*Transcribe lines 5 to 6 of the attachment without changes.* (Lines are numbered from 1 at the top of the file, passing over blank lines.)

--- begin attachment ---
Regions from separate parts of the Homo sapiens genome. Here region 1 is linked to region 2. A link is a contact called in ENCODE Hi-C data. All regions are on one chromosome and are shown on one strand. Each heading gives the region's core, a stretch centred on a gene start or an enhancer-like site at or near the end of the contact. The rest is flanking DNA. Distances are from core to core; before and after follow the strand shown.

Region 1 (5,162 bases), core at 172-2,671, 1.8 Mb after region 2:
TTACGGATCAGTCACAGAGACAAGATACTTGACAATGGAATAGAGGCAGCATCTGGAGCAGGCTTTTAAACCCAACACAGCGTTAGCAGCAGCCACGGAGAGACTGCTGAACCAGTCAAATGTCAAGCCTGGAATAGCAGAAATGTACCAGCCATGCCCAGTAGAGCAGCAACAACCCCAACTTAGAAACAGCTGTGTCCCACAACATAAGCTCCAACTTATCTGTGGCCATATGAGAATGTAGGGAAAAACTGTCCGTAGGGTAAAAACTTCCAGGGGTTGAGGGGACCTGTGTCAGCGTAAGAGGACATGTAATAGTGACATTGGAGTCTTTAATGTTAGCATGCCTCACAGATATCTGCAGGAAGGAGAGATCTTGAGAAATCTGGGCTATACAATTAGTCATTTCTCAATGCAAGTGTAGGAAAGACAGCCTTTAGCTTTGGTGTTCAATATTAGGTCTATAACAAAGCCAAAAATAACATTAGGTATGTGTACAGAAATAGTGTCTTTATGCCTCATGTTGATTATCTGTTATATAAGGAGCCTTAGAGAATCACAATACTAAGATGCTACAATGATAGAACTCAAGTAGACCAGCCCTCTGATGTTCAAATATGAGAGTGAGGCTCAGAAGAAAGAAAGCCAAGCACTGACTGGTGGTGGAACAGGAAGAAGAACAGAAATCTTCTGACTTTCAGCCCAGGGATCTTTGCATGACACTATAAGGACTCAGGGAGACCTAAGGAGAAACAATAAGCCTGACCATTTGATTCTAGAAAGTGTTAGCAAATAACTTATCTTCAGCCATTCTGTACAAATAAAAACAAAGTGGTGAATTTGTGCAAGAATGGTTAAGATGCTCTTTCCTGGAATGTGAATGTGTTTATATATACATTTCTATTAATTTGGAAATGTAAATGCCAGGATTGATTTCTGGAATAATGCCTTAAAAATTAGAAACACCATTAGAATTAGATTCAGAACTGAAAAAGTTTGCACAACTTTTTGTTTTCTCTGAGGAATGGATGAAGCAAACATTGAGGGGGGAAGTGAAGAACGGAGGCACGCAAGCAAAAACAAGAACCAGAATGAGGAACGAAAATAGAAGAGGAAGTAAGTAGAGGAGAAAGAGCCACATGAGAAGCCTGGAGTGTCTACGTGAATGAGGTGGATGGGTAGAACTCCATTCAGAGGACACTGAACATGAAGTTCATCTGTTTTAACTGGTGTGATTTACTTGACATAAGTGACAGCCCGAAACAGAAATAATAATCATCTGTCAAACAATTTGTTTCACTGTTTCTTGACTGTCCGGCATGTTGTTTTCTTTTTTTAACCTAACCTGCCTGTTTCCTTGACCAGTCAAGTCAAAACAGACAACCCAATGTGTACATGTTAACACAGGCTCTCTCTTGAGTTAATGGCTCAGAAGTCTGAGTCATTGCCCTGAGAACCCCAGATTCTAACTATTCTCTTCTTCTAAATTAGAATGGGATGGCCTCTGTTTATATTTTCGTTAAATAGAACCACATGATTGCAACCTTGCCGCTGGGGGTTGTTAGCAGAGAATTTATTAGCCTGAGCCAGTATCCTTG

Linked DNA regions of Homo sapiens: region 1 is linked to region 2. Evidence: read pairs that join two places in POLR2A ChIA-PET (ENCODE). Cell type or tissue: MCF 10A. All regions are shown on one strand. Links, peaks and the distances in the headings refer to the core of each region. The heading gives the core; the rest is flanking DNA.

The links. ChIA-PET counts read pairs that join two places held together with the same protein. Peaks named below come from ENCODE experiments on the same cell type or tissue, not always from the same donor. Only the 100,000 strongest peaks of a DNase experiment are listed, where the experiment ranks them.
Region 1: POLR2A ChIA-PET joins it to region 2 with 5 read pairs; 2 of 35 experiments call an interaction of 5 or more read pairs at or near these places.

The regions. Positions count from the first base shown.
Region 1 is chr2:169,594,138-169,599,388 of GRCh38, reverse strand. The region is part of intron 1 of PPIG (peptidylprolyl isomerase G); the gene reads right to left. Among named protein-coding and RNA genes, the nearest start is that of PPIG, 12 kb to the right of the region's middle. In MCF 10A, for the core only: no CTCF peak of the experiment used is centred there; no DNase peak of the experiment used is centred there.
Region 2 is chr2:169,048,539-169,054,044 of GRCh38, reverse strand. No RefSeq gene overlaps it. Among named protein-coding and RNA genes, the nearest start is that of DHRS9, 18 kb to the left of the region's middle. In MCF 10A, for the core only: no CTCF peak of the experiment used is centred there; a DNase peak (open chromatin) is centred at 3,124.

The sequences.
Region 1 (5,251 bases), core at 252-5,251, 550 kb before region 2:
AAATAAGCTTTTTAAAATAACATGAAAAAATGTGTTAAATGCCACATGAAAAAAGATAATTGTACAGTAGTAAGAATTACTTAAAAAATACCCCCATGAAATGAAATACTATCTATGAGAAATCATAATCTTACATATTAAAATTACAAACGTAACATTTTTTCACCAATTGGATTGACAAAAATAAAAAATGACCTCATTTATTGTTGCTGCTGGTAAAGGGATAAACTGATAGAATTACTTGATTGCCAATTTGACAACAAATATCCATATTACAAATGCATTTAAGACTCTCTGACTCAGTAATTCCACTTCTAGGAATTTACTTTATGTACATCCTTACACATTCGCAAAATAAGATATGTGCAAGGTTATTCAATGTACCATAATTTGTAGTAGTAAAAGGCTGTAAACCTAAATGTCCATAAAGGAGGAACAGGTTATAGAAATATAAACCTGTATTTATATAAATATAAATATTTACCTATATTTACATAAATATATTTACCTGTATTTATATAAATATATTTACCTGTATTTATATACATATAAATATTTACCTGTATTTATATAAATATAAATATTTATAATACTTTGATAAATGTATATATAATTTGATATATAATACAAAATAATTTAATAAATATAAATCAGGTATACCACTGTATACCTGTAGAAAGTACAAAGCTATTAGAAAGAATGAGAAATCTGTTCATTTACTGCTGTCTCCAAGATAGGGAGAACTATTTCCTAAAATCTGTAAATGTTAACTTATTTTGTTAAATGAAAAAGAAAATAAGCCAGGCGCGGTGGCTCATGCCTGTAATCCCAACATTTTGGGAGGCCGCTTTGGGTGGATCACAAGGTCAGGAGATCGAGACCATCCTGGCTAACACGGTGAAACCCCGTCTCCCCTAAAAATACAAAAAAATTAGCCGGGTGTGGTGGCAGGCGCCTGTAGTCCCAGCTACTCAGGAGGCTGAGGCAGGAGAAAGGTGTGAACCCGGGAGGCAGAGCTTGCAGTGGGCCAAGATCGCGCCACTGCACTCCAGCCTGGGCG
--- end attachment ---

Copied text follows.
The links. ChIA-PET counts read pairs that join two places held together with the same protein. Peaks named below come from ENCODE experiments on the same cell type or tissue, not always from the same donor. Only the 100,000 strongest peaks of a DNase experiment are listed, where the experiment ranks them.
Region 1: POLR2A ChIA-PET joins it to region 2 with 5 read pairs; 2 of 35 experiments call an interaction of 5 or more read pairs at or near these places.